Author(s): Wagner SJ, Brennan DC
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Abstract The goal of organ transplantation is to provide durable organ function while minimizing risks such as infection and cancer. Induction therapy in renal transplantation provides improved short- and long-term graft outcomes compared with placebo. Three agents are currently available and widely used in the US; rabbit anti-thymocyte globulin (rATG), basiliximab and alemtuzumab. These agents are all clinically effective in transplantation. In patients at high risk of rejection, graft outcomes are improved with the use of depleting agents, such as rATG or alemtuzumab, rather than basiliximab. Depleting agents are associated with more complications, such as infection and malignancy. The risk-benefit analysis for low-risk patients indicates that basiliximab may be the preferred agent in this population. Use of induction therapy, particularly with rATG, may not only allow for but also mandate reduction of maintenance immunosuppression. The mechanisms by which induction agents lead to improved clinical outcomes have not been elucidated. rATG and alemtuzumab lead to prompt and durable lymphocyte depletion, but many other mechanisms contribute to their suppression of alloimmunity. For instance, rATG contains antibodies specific for multiple adhesion molecules and even human leukocyte antigen, while CD52 (the target of alemtuzumab) is present on many antigen-presenting cells as well as lymphocytes. The manner in which the immune system recovers after induction may also aid in establishment of immune tolerance, with proliferation of suppressor T lymphocytes seen with rATG use. The various contributions of these mechanisms in achieving the goal of allograft tolerance are currently being investigated. The currently available data are of generally low quality, based on many small and often retrospective studies. Definitions of 'high risk' vary between studies, as do induction and maintenance dosing regimens. Standardization of definitions and establishment of large, prospective, multicentre trials would lead to a better understanding of the currently available agents and their best use in renal transplantation induction therapy.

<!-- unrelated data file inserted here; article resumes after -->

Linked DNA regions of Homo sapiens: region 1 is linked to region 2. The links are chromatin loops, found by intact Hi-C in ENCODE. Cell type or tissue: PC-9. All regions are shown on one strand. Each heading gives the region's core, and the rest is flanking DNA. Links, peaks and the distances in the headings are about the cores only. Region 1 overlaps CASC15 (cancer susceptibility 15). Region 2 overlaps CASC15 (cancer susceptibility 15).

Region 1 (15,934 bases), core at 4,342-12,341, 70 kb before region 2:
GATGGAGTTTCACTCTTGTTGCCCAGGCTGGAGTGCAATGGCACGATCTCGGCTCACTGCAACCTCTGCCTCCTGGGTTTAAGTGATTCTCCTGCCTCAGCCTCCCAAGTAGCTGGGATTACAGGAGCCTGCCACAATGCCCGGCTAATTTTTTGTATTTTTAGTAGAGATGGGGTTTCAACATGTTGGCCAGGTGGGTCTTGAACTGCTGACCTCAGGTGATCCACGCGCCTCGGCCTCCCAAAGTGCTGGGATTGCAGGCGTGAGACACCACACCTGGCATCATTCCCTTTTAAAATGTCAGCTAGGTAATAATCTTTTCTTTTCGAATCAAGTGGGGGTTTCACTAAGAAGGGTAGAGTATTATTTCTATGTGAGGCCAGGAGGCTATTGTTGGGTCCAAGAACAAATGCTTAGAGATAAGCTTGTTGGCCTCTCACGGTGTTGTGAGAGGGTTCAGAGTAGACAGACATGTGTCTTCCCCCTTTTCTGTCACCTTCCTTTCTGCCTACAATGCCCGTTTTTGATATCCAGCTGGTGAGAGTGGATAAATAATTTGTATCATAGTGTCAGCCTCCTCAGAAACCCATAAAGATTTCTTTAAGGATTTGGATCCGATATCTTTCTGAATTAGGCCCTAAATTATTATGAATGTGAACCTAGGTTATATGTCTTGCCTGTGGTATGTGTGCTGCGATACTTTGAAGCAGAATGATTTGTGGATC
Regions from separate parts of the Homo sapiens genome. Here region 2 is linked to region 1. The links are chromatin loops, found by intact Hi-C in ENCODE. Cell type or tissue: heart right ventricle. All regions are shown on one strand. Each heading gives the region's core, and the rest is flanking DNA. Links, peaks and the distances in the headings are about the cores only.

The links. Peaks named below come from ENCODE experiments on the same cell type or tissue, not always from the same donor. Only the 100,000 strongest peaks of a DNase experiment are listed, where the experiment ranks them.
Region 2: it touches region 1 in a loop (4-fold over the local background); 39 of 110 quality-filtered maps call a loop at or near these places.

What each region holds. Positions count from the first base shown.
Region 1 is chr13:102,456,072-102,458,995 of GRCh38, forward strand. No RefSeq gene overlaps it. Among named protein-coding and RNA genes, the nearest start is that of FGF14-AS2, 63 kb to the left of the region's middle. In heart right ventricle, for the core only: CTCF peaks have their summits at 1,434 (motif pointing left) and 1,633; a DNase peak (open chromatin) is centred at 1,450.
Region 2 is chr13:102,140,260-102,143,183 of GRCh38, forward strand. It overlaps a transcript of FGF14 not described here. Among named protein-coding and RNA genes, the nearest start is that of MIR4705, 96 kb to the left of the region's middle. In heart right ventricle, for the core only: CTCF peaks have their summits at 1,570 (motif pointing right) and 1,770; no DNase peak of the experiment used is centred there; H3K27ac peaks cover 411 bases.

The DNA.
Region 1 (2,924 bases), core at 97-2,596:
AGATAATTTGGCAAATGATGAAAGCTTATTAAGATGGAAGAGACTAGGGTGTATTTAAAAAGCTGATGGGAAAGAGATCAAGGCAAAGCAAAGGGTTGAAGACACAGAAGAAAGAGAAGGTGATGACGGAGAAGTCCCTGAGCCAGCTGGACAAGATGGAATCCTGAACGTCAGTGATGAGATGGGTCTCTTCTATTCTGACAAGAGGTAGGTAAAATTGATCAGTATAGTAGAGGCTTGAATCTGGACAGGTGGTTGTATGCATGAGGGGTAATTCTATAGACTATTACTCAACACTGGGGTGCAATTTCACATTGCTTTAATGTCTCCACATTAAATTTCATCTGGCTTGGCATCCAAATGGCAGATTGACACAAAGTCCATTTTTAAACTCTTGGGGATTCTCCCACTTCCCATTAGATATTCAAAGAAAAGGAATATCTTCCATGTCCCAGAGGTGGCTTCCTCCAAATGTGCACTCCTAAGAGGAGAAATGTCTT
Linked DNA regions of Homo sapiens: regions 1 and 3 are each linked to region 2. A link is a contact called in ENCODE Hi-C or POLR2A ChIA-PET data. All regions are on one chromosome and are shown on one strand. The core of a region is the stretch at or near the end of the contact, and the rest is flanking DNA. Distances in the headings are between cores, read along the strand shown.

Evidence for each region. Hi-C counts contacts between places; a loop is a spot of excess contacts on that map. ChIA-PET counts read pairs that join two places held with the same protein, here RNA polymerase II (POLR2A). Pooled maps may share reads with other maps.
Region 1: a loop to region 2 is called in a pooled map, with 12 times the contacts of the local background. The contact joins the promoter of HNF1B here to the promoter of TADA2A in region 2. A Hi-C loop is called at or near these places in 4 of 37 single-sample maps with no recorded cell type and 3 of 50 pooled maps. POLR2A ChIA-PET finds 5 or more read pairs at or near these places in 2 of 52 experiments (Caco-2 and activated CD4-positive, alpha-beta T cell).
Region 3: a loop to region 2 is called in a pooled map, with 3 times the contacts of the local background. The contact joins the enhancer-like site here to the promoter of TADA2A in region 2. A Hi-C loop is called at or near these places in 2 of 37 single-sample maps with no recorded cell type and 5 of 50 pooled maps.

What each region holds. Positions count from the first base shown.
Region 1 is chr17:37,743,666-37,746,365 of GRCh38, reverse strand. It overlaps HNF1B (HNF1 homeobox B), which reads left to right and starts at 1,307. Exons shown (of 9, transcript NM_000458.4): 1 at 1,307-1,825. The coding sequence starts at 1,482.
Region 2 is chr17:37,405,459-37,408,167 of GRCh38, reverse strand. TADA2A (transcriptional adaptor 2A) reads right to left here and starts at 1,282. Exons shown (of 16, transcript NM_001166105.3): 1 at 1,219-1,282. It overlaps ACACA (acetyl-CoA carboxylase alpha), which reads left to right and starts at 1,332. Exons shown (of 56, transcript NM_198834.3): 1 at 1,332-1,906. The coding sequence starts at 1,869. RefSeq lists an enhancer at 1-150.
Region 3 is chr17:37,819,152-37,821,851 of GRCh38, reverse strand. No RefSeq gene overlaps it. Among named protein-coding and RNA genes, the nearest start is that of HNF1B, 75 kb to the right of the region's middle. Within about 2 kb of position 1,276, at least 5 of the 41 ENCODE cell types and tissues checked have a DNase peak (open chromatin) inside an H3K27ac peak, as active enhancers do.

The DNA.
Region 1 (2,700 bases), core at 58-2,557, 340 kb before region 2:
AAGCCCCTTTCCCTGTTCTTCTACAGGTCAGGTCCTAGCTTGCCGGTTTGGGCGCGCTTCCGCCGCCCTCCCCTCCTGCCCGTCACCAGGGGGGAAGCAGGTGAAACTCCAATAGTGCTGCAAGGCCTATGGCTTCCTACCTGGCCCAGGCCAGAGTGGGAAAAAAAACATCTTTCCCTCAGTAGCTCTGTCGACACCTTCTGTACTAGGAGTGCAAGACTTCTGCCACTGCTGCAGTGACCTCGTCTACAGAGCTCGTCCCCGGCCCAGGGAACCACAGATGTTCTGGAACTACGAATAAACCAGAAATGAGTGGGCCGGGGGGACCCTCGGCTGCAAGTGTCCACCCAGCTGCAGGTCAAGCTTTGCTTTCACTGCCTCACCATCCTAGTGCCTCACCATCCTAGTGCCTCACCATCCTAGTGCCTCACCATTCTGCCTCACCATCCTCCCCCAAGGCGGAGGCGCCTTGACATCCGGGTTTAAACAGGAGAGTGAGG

This article was published in Drugs
and referenced in Surgery: Current Research